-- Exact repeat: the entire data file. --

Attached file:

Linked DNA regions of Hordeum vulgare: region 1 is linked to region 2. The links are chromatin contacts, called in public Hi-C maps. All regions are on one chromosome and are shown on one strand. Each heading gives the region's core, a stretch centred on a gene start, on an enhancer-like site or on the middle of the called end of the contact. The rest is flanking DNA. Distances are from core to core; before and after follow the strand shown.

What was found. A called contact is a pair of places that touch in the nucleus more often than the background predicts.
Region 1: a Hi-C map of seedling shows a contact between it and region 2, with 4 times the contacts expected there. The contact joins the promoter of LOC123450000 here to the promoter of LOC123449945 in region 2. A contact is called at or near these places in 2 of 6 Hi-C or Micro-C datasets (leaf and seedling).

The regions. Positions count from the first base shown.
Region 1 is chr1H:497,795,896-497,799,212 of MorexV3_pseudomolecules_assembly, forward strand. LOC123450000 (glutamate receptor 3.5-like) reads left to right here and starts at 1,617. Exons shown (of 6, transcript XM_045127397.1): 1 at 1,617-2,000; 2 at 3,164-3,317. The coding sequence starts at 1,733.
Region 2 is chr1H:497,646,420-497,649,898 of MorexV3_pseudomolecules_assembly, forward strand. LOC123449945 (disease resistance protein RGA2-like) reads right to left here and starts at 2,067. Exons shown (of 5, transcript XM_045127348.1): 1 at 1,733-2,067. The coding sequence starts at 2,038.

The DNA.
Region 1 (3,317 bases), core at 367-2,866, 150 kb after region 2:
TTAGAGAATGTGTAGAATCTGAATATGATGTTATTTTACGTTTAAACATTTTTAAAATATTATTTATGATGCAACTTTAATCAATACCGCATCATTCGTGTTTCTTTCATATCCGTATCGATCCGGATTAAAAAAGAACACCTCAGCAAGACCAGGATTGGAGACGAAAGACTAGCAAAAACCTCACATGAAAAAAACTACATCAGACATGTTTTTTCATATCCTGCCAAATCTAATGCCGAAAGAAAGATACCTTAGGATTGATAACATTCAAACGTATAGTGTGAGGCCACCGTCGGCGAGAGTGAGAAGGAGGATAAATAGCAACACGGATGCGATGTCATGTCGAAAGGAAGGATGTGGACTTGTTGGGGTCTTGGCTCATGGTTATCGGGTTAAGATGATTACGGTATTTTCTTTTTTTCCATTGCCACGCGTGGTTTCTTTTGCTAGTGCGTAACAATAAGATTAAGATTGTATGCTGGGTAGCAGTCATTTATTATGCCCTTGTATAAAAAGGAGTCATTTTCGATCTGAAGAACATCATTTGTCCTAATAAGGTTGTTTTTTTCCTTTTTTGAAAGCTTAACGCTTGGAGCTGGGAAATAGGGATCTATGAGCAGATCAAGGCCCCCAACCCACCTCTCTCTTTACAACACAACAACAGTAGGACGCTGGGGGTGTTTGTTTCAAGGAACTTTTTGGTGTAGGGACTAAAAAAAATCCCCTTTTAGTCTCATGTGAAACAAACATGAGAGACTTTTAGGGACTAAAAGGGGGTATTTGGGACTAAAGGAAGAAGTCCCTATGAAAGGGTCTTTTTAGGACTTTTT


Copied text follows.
Linked DNA regions of Hordeum vulgare: region 1 is linked to region 2. The links are chromatin contacts, called in public Hi-C maps. All regions are on one chromosome and are shown on one strand. Each heading gives the region's core, a stretch centred on a gene start, on an enhancer-like site or on the middle of the called end of the contact. The rest is flanking DNA. Distances are from core to core; before and after follow the strand shown.

What was found. A called contact is a pair of places that touch in the nucleus more often than the background predicts.
Region 1: a Hi-C map of seedling shows a contact between it and region 2, with 4 times the contacts expected there. The contact joins the promoter of LOC123450000 here to the promoter of LOC123449945 in region 2. A contact is called at or near these places in 2 of 6 Hi-C or Micro-C datasets (leaf and seedling).

The regions. Positions count from the first base shown.
Region 1 is chr1H:497,795,896-497,799,212 of MorexV3_pseudomolecules_assembly, forward strand. LOC123450000 (glutamate receptor 3.5-like) reads left to right here and starts at 1,617. Exons shown (of 6, transcript XM_045127397.1): 1 at 1,617-2,000; 2 at 3,164-3,317. The coding sequence starts at 1,733.
Region 2 is chr1H:497,646,420-497,649,898 of MorexV3_pseudomolecules_assembly, forward strand. LOC123449945 (disease resistance protein RGA2-like) reads right to left here and starts at 2,067. Exons shown (of 5, transcript XM_045127348.1): 1 at 1,733-2,067. The coding sequence starts at 2,038.

The DNA.
Region 1 (3,317 bases), core at 367-2,866, 150 kb after region 2:
TTAGAGAATGTGTAGAATCTGAATATGATGTTATTTTACGTTTAAACATTTTTAAAATATTATTTATGATGCAACTTTAATCAATACCGCATCATTCGTGTTTCTTTCATATCCGTATCGATCCGGATTAAAAAAGAACACCTCAGCAAGACCAGGATTGGAGACGAAAGACTAGCAAAAACCTCACATGAAAAAAACTACATCAGACATGTTTTTTCATATCCTGCCAAATCTAATGCCGAAAGAAAGATACCTTAGGATTGATAACATTCAAACGTATAGTGTGAGGCCACCGTCGGCGAGAGTGAGAAGGAGGATAAATAGCAACACGGATGCGATGTCATGTCGAAAGGAAGGATGTGGACTTGTTGGGGTCTTGGCTCATGGTTATCGGGTTAAGATGATTACGGTATTTTCTTTTTTTCCATTGCCACGCGTGGTTTCTTTTGCTAGTGCGTAACAATAAGATTAAGATTGTATGCTGGGTAGCAGTCATTTATTATGCCCTTGTATAAAAAGGAGTCATTTTCGATCTGAAGAACATCATTTGTCCTAATAAGGTTGTTTTTTTCCTTTTTTGAAAGCTTAACGCTTGGAGCTGGGAAATAGGGATCTATGAGCAGATCAAGGCCCCCAACCCACCTCTCTCTTTACAACACAACAACAGTAGGACGCTGGGGGTGTTTGTTTCAAGGAACTTTTTGGTGTAGGGACTAAAAAAAATCCCCTTTTAGTCTCATGTGAAACAAACATGAGAGACTTTTAGGGACTAAAAGGGGGTATTTGGGACTAAAGGAAGAAGTCCCTATGAAAGGGTCTTTTTAGGACTTTTT